We talk a good game about self-care: but what does it really mean? And why is it so hard?

It has been 2 years since I became an RA. It has enriched my life, and sometimes, quite wonderfully, consumed it.  I have begun to own the role as part of who I am. I love this job.

But in spite of the fact that I feel confident I can handle any situation involving other people, I still struggle all the time with maintaining balance and self-care. When I say I struggle all the time with self-care, I mean it literally. I am struggling now, today, all the time, with this balance. 


Self care bear, why is this so hard?

At some point fairly early on, I started to need my job. Instead of being a lonely college student depressed from a lack of purpose, I can be the RA, a person who is always looking out for others, a person who does incredible things, a person with confidence and purpose to spare. But as time went on, sometimes I forgot to be a person outside of my job. It became revolutionary to think of scenarios in which I do not have to be that person, the person who always feels responsible to look after others and facilitate community. It became revolutionary to think, “sometimes, I am just me, just a being existing and feeling, and it is not always my responsibility to make things right.”

I had this conversation with a good friend of mine.  My friend is an excellent listener. He had started to have all of these break-through conversations with people, conversations that had that satisfying ‘ahah!’ moment, where everything about that person–why they are the way they are–falls into place. You know you have hit this moment by the face of the person you’re listening to; you can see and feel their overwhelming relief. “If you reflect back to someone just so,” I think, “if you use just the right word, magic happens.” Suddenly, neither you nor the other person is trying to think of things to say, or trying to secure each other’s approval. Suddenly you are saying what you truly believe and feel, often quite to your own surprise. It is pure electricity.

After you have a conversation like that with someone, it’s hard to let go. You want to spend all your time thinking about their lives, the puzzle pieces they are struggling to put together, the pain that has shaped who they are. You want to do is to see into the secret lives of people, and once you see, to connect on a deeper and deeper level. It is a beautiful experience, but sometimes, somewhere in the passion of connection, we lose the patience to worry about our own lives, to do the little tasks pushing our own lives forward. The more entrenched we get in other peoples’ lives, the more we develop an inability to invest in our own. Slowly the world gets smaller and smaller.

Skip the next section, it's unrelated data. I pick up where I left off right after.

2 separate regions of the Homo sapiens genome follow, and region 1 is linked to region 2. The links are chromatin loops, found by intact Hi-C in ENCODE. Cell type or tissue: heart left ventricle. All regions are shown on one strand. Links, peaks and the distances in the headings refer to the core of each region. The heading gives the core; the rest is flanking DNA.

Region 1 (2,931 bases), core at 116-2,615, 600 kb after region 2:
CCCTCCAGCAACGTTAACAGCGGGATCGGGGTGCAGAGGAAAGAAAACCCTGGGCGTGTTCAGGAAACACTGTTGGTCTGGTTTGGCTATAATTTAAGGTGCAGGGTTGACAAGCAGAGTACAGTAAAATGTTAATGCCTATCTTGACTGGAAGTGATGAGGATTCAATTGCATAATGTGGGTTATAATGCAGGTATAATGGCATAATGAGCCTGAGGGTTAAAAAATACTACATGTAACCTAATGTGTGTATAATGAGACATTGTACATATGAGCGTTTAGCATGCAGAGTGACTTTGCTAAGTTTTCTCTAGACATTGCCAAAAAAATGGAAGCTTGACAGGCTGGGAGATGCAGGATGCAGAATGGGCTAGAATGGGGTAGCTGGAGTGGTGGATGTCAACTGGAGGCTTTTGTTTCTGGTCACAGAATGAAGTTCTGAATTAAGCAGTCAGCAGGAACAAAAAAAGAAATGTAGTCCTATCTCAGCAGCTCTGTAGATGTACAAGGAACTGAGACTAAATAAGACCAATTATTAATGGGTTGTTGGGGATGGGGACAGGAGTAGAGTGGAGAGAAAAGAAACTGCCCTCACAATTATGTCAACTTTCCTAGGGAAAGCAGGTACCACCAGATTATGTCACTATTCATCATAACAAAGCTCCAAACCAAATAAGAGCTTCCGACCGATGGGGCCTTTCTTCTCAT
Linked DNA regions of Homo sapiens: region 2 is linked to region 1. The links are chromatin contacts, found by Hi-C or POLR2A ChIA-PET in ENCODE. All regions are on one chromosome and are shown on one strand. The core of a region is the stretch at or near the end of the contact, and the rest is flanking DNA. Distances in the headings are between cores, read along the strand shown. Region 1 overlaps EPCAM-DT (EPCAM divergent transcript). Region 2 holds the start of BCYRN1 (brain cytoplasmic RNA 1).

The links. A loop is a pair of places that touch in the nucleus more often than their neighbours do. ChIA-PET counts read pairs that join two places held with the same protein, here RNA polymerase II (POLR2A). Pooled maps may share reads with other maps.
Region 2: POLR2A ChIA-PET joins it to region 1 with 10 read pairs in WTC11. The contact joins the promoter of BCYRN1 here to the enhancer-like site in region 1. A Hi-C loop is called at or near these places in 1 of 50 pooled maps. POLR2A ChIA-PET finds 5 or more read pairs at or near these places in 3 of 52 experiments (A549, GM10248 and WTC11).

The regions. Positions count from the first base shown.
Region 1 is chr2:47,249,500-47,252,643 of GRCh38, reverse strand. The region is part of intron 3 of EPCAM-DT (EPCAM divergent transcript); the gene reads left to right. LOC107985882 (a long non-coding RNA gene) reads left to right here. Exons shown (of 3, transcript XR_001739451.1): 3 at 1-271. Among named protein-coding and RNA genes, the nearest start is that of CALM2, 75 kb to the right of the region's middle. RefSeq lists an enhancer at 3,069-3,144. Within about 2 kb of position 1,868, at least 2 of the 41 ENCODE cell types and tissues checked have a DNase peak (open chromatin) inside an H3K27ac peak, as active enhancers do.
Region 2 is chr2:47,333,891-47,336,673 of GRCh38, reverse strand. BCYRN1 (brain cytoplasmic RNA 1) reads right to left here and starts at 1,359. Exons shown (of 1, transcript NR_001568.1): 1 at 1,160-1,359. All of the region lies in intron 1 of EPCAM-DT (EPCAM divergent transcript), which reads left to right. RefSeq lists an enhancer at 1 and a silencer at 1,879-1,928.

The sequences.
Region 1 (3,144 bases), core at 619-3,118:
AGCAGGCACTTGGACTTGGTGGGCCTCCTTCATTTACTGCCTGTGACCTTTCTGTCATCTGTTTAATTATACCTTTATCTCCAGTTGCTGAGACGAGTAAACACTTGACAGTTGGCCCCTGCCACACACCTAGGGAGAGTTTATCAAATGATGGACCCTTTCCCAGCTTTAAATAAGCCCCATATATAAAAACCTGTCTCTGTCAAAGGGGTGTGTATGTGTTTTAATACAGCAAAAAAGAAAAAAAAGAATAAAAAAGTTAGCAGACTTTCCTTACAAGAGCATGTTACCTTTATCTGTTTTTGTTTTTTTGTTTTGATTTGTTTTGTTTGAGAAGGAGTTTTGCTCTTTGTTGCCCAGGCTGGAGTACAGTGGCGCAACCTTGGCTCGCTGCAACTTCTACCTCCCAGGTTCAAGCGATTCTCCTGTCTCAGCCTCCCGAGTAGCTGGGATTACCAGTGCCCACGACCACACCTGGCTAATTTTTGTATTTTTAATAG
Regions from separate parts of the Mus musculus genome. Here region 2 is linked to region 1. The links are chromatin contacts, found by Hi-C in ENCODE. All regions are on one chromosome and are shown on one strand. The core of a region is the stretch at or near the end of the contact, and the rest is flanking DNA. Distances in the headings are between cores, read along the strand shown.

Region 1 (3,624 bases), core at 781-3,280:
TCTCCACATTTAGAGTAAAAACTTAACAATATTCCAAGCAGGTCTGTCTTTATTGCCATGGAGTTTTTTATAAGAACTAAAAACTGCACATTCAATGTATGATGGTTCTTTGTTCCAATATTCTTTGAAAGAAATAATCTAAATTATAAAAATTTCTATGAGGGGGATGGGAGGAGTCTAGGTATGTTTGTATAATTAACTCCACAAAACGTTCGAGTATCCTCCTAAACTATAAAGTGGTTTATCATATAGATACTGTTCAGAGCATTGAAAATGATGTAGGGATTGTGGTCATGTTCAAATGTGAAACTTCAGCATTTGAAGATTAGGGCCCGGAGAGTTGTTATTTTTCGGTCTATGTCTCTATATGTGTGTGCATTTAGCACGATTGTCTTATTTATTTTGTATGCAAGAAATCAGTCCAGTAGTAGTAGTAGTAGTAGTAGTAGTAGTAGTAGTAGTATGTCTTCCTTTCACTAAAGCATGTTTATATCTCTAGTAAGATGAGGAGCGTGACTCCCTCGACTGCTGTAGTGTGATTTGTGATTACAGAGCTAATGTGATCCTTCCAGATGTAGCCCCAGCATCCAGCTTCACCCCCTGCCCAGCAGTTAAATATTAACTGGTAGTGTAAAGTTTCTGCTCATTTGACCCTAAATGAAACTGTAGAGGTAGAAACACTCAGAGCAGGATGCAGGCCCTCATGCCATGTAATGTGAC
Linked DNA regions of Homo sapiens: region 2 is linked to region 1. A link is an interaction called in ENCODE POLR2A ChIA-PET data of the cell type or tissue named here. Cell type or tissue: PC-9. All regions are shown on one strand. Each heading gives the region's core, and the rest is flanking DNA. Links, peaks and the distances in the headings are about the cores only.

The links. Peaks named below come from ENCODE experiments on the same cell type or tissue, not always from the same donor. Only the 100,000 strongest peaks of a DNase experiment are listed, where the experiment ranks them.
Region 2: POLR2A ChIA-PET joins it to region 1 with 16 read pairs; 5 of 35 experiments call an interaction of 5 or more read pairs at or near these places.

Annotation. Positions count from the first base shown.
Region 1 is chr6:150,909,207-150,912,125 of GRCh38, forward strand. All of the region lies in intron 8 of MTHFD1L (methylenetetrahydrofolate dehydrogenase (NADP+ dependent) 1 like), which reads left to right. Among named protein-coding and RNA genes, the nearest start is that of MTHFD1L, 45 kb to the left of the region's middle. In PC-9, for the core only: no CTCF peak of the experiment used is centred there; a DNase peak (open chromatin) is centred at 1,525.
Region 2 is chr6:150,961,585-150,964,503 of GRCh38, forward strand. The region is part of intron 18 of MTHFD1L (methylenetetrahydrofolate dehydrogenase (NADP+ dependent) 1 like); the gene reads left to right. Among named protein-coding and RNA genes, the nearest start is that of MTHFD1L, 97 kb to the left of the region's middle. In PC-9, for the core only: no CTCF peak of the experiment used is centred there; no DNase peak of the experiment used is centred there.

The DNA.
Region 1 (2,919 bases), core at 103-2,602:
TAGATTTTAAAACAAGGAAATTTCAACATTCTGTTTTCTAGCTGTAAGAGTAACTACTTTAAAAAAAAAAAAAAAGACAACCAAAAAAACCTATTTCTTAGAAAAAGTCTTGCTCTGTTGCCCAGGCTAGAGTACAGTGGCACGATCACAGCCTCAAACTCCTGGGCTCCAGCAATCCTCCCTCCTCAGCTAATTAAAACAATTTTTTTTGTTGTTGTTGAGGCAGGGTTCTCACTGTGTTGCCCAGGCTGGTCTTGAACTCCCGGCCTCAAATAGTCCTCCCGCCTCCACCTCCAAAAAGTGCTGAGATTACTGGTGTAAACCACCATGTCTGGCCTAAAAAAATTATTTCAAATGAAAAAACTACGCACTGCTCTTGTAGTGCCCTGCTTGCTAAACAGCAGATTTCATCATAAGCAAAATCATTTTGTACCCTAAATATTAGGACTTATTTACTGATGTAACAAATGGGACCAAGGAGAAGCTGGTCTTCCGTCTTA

I have a very rewarding identity as an RA, an identity which I am proud of. But increasingly, as I become a senior thinking about graduation and as I am getting back in touch with myself, I’m realizing I need certain times where I need to be MORE than just an RA. Maybe there are times when I need not to be an RA at all. This is obvious to some people, some people realize this need right away. For me, it is a need I am having for the first time.

Self care for me at this point means developing a new sense of self to strive towards. Not only do I want to be that community figure, I want to be a writer, a mentor and a student of mentors, a person who isn’t afraid to focus on her own life, a person who is invested in herself. I can be obsessed with being an RA, but I have to force myself to see the power and importance of my larger identity as well. Balance will only come naturally when I have regained that sense of perspective.

For now, my homework is to enjoy the sense of passion and purpose this job gives me, while always asking myself; what gives me passion and purpose outside of this job? Why ELSE am I living? Because ultimately, I am more than any one identity, no matter how important it is.



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